Many wonder if buying at an organic market is worth the extra money. A recent study looking at organic food has confused many consumers. Here is some insight.
This particular study seemed to garner very high press coverage, and yet the much more important study that found medication used for mild hypertension (think billions of dollars in drugs) was ineffective remained mostly ignored.
By now, there have been many reviews and comments on this study, trying to criticize based on perceived biases, funding questions and poor data collection problems.
I think most everyone is missing some of the most important points.
We have known for years that organic nutrients do not have appreciably higher levels of vitamins or minerals. First, the facts:
- We know that shifting our intake to organic drops levels of POP (persistent organophosphate pollutants) in the blood.
- No one has brought up the concept of xenohormesis, which is a scary one, and has been addressed in prior posts that can be read here in article on grass fed vs grass finished beef)
- Finally, the phytonutrients that really make up the protective factors in food are going to be higher in organic produce.
This last factor is arguably one of the most important. The compounds that we label phytonutrients have been found again and again and again to protect us in every aspect of health and disease.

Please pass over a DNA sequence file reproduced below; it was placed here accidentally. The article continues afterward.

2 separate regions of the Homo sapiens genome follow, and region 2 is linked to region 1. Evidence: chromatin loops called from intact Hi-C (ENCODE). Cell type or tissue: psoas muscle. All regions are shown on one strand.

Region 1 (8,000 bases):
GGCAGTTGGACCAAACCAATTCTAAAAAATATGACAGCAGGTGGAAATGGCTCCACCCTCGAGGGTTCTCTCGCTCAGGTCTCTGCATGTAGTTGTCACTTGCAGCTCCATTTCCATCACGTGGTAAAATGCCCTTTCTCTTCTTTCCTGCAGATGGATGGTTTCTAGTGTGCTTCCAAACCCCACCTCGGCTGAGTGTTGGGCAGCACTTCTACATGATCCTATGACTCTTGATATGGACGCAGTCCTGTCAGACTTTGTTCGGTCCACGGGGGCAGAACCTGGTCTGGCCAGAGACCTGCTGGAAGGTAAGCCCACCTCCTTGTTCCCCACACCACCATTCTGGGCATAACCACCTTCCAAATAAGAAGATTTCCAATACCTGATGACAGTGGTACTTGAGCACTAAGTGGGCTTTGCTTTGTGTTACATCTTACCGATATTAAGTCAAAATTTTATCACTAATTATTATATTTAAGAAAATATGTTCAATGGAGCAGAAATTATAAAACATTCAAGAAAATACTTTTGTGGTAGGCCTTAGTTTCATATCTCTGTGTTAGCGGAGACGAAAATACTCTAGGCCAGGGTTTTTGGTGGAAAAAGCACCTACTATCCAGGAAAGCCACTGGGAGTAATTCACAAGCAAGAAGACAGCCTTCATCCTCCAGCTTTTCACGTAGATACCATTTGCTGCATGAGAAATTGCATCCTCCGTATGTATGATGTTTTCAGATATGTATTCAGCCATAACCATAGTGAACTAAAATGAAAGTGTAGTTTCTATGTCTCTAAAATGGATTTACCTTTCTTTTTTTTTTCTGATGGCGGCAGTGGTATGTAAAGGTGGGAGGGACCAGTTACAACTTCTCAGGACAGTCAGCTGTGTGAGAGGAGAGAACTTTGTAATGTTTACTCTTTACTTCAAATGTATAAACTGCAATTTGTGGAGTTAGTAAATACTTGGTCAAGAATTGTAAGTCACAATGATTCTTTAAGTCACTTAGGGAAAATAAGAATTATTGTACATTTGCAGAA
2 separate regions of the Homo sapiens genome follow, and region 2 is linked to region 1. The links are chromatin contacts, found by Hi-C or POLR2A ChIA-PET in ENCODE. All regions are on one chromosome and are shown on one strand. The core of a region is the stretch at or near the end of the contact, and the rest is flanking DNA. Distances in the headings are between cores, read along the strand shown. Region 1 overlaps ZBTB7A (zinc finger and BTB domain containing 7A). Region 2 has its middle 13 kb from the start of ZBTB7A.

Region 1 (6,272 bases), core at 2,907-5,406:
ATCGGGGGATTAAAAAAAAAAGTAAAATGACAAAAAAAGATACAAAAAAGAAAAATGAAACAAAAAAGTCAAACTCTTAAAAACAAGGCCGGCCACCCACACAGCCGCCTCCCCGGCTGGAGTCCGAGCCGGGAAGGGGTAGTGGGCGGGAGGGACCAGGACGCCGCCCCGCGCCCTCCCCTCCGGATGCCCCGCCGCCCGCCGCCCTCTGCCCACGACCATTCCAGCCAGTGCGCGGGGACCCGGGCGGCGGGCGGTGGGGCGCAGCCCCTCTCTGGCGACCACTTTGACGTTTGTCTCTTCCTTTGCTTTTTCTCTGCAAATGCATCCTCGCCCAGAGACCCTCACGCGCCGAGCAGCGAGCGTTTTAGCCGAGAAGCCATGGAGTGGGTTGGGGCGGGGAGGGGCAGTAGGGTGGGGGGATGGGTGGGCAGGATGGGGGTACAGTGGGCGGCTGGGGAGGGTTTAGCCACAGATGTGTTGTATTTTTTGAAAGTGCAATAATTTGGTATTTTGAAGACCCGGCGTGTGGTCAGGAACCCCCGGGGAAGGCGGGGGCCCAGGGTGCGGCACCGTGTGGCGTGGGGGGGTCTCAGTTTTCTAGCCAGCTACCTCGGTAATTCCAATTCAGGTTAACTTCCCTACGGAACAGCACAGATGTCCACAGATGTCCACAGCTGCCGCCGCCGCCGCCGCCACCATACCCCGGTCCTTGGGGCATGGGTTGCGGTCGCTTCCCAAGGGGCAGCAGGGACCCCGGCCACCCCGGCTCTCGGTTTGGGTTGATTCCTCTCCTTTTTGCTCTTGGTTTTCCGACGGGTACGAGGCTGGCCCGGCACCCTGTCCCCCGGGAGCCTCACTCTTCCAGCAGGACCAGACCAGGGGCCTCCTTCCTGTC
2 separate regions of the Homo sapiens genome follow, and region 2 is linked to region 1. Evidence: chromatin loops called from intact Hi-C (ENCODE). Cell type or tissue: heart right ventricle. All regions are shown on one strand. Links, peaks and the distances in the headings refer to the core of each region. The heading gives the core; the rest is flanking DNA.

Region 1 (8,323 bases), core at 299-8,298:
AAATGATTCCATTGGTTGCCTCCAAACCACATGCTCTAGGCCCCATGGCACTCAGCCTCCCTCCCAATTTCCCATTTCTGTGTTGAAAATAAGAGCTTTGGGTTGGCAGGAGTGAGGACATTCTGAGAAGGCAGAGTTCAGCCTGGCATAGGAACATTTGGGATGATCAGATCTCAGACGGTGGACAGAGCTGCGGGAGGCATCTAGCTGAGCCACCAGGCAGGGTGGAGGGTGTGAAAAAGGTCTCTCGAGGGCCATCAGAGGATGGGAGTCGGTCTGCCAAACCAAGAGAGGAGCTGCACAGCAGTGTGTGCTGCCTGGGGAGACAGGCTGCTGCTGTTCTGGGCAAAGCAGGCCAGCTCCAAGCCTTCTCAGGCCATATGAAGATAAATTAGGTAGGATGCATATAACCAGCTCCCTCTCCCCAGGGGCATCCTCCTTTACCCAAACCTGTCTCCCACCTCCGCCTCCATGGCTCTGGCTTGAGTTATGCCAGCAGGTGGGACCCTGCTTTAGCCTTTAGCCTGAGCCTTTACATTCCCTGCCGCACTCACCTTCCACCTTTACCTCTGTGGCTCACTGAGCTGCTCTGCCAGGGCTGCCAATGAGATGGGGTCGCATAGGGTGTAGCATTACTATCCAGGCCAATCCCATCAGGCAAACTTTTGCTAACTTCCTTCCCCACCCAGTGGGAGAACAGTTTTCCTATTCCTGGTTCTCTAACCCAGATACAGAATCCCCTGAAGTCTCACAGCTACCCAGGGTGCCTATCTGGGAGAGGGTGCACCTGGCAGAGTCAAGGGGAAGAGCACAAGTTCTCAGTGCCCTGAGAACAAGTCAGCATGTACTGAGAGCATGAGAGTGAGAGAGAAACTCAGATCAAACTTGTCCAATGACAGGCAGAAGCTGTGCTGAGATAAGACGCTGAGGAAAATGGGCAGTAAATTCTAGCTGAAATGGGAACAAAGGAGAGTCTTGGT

Think dark chocolate, tea, berries, nuts, coffee, artichokes, apples, etc… It’s the phytonutrients that do the work, not the simple things like magnesium or vitamin C.
These phytonutrients are in food, not for us, but to help them protect against the environment. It not like the blueberries all got together and decided to waste valuable resources to make anthocyanins so they can protect the humans.
These compounds are made selfishly by the plants to protect them from stressful situations (excess sunlight, pests, drought, etc..). Without stress, these plants have little incentive to produce these beneficial-to-us compounds.
Recent studies have found higher levels of lycopene in organic tomatoes, backing up this concept.
Overall, all this study does is confirm what we’ve already known–organic farming does not increase the levels of most vitamins and minerals. This does not, however, mean that there is no value to organic fruits and vegetables.
Personally, I stick with organic on the fruits and vegetables known to be higher in pesticide residues (the Dirty Dozen list can be found by clicking here). I let my buying decisions on other organic produce be driven by cost. If the organic for non-dirty-dozen organic produce is too expensive vs conventional, I buy the conventional. Overall, though, I try to by organic produce.
How do you approach buying organic produce vs conventional produce within your budget?